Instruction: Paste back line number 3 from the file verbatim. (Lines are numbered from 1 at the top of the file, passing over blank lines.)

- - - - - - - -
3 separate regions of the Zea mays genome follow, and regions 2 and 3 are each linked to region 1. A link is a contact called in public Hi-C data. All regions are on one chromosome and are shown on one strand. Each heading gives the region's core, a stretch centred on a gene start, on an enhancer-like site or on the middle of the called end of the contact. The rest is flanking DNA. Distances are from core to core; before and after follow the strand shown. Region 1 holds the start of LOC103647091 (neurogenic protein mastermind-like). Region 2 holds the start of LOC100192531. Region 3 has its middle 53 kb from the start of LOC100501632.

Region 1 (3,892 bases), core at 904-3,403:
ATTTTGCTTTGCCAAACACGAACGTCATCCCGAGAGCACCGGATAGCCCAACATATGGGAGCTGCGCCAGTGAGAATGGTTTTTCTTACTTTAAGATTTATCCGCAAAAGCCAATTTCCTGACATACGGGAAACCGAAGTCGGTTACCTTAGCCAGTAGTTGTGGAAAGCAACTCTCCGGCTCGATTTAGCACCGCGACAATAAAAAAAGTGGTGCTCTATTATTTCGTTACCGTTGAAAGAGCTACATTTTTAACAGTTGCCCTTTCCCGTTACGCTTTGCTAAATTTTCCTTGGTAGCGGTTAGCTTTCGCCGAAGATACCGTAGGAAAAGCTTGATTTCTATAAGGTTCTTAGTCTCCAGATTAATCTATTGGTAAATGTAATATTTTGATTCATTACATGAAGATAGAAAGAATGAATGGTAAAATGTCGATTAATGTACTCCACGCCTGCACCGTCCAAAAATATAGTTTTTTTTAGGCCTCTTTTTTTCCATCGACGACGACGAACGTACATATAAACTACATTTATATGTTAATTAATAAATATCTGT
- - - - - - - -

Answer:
ATTTTGCTTTGCCAAACACGAACGTCATCCCGAGAGCACCGGATAGCCCAACATATGGGAGCTGCGCCAGTGAGAATGGTTTTTCTTACTTTAAGATTTATCCGCAAAAGCCAATTTCCTGACATACGGGAAACCGAAGTCGGTTACCTTAGCCAGTAGTTGTGGAAAGCAACTCTCCGGCTCGATTTAGCACCGCGACAATAAAAAAAGTGGTGCTCTATTATTTCGTTACCGTTGAAAGAGCTACATTTTTAACAGTTGCCCTTTCCCGTTACGCTTTGCTAAATTTTCCTTGGTAGCGGTTAGCTTTCGCCGAAGATACCGTAGGAAAAGCTTGATTTCTATAAGGTTCTTAGTCTCCAGATTAATCTATTGGTAAATGTAATATTTTGATTCATTACATGAAGATAGAAAGAATGAATGGTAAAATGTCGATTAATGTACTCCACGCCTGCACCGTCCAAAAATATAGTTTTTTTTAGGCCTCTTTTTTTCCATCGACGACGACGAACGTACATATAAACTACATTTATATGTTAATTAATAAATATCTGT